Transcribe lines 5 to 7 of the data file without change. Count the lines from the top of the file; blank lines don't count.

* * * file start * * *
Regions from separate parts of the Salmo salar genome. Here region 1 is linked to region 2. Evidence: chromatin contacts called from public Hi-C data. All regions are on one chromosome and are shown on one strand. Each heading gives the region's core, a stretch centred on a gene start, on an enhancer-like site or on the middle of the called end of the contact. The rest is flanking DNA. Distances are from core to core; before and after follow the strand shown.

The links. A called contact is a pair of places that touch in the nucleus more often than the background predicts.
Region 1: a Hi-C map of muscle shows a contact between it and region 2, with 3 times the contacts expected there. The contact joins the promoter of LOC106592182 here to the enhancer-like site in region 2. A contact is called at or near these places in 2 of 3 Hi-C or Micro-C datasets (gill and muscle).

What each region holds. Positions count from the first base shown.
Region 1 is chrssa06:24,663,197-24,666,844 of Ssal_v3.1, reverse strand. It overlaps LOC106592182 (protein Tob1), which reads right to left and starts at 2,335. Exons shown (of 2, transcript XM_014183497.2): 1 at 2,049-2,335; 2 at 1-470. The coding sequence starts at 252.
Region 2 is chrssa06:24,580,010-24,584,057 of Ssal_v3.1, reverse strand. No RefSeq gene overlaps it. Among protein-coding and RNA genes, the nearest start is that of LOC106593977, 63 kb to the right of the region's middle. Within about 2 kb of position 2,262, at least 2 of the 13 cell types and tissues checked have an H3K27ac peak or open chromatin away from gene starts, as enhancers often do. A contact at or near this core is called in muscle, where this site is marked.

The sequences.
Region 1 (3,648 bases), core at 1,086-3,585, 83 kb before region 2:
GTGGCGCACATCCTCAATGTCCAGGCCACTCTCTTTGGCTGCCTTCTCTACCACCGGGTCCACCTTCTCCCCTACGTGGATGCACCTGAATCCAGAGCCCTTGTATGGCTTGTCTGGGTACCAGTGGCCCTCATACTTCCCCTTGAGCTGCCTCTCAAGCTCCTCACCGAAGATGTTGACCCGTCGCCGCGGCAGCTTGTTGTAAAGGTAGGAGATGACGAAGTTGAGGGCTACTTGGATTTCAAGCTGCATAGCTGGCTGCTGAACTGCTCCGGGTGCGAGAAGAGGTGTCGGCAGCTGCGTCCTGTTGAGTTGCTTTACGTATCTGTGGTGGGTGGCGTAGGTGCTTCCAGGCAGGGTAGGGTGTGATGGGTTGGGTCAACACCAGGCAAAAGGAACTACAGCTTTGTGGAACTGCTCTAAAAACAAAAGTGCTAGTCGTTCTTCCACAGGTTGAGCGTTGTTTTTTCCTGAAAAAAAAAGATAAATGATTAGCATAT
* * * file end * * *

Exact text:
Region 1 is chrssa06:24,663,197-24,666,844 of Ssal_v3.1, reverse strand. It overlaps LOC106592182 (protein Tob1), which reads right to left and starts at 2,335. Exons shown (of 2, transcript XM_014183497.2): 1 at 2,049-2,335; 2 at 1-470. The coding sequence starts at 252.
Region 2 is chrssa06:24,580,010-24,584,057 of Ssal_v3.1, reverse strand. No RefSeq gene overlaps it. Among protein-coding and RNA genes, the nearest start is that of LOC106593977, 63 kb to the right of the region's middle. Within about 2 kb of position 2,262, at least 2 of the 13 cell types and tissues checked have an H3K27ac peak or open chromatin away from gene starts, as enhancers often do. A contact at or near this core is called in muscle, where this site is marked.

The sequences.